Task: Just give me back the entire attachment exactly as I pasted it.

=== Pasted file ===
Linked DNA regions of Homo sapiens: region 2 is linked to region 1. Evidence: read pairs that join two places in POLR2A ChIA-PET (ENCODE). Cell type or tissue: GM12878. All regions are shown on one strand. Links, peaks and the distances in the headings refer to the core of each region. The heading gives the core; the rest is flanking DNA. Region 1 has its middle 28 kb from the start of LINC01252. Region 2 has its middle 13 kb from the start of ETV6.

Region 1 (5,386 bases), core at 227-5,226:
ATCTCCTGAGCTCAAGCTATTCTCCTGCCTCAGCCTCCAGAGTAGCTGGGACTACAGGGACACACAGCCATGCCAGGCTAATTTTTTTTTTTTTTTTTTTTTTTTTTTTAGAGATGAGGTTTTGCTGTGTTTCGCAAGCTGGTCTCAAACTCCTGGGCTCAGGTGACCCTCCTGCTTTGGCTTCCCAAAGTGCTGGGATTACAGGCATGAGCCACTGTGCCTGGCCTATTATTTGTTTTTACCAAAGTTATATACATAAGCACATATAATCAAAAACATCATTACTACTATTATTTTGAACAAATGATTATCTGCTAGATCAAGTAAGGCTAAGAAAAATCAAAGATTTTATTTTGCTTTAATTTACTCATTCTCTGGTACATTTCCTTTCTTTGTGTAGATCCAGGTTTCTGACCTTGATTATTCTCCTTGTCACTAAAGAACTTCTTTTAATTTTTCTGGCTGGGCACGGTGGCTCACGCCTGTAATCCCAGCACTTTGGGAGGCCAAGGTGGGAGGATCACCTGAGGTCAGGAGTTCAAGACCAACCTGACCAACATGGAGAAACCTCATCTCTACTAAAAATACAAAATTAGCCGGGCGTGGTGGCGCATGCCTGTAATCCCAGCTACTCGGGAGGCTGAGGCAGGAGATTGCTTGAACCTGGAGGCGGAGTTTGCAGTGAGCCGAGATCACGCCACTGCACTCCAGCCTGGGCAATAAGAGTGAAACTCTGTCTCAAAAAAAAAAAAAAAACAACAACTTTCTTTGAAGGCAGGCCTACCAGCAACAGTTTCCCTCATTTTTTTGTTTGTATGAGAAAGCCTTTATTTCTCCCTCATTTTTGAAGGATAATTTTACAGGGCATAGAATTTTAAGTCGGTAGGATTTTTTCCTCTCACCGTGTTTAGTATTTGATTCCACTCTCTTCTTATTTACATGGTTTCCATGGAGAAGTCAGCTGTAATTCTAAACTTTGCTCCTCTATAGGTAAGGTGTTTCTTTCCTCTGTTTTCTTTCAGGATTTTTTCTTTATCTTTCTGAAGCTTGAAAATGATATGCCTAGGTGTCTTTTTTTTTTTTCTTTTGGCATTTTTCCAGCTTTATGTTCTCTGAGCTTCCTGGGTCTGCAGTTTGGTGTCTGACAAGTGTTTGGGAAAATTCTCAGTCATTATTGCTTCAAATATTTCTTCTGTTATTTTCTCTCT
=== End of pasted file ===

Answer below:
Linked DNA regions of Homo sapiens: region 2 is linked to region 1. Evidence: read pairs that join two places in POLR2A ChIA-PET (ENCODE). Cell type or tissue: GM12878. All regions are shown on one strand. Links, peaks and the distances in the headings refer to the core of each region. The heading gives the core; the rest is flanking DNA. Region 1 has its middle 28 kb from the start of LINC01252. Region 2 has its middle 13 kb from the start of ETV6.

Region 1 (5,386 bases), core at 227-5,226:
ATCTCCTGAGCTCAAGCTATTCTCCTGCCTCAGCCTCCAGAGTAGCTGGGACTACAGGGACACACAGCCATGCCAGGCTAATTTTTTTTTTTTTTTTTTTTTTTTTTTTAGAGATGAGGTTTTGCTGTGTTTCGCAAGCTGGTCTCAAACTCCTGGGCTCAGGTGACCCTCCTGCTTTGGCTTCCCAAAGTGCTGGGATTACAGGCATGAGCCACTGTGCCTGGCCTATTATTTGTTTTTACCAAAGTTATATACATAAGCACATATAATCAAAAACATCATTACTACTATTATTTTGAACAAATGATTATCTGCTAGATCAAGTAAGGCTAAGAAAAATCAAAGATTTTATTTTGCTTTAATTTACTCATTCTCTGGTACATTTCCTTTCTTTGTGTAGATCCAGGTTTCTGACCTTGATTATTCTCCTTGTCACTAAAGAACTTCTTTTAATTTTTCTGGCTGGGCACGGTGGCTCACGCCTGTAATCCCAGCACTTTGGGAGGCCAAGGTGGGAGGATCACCTGAGGTCAGGAGTTCAAGACCAACCTGACCAACATGGAGAAACCTCATCTCTACTAAAAATACAAAATTAGCCGGGCGTGGTGGCGCATGCCTGTAATCCCAGCTACTCGGGAGGCTGAGGCAGGAGATTGCTTGAACCTGGAGGCGGAGTTTGCAGTGAGCCGAGATCACGCCACTGCACTCCAGCCTGGGCAATAAGAGTGAAACTCTGTCTCAAAAAAAAAAAAAAAACAACAACTTTCTTTGAAGGCAGGCCTACCAGCAACAGTTTCCCTCATTTTTTTGTTTGTATGAGAAAGCCTTTATTTCTCCCTCATTTTTGAAGGATAATTTTACAGGGCATAGAATTTTAAGTCGGTAGGATTTTTTCCTCTCACCGTGTTTAGTATTTGATTCCACTCTCTTCTTATTTACATGGTTTCCATGGAGAAGTCAGCTGTAATTCTAAACTTTGCTCCTCTATAGGTAAGGTGTTTCTTTCCTCTGTTTTCTTTCAGGATTTTTTCTTTATCTTTCTGAAGCTTGAAAATGATATGCCTAGGTGTCTTTTTTTTTTTTCTTTTGGCATTTTTCCAGCTTTATGTTCTCTGAGCTTCCTGGGTCTGCAGTTTGGTGTCTGACAAGTGTTTGGGAAAATTCTCAGTCATTATTGCTTCAAATATTTCTTCTGTTATTTTCTCTCT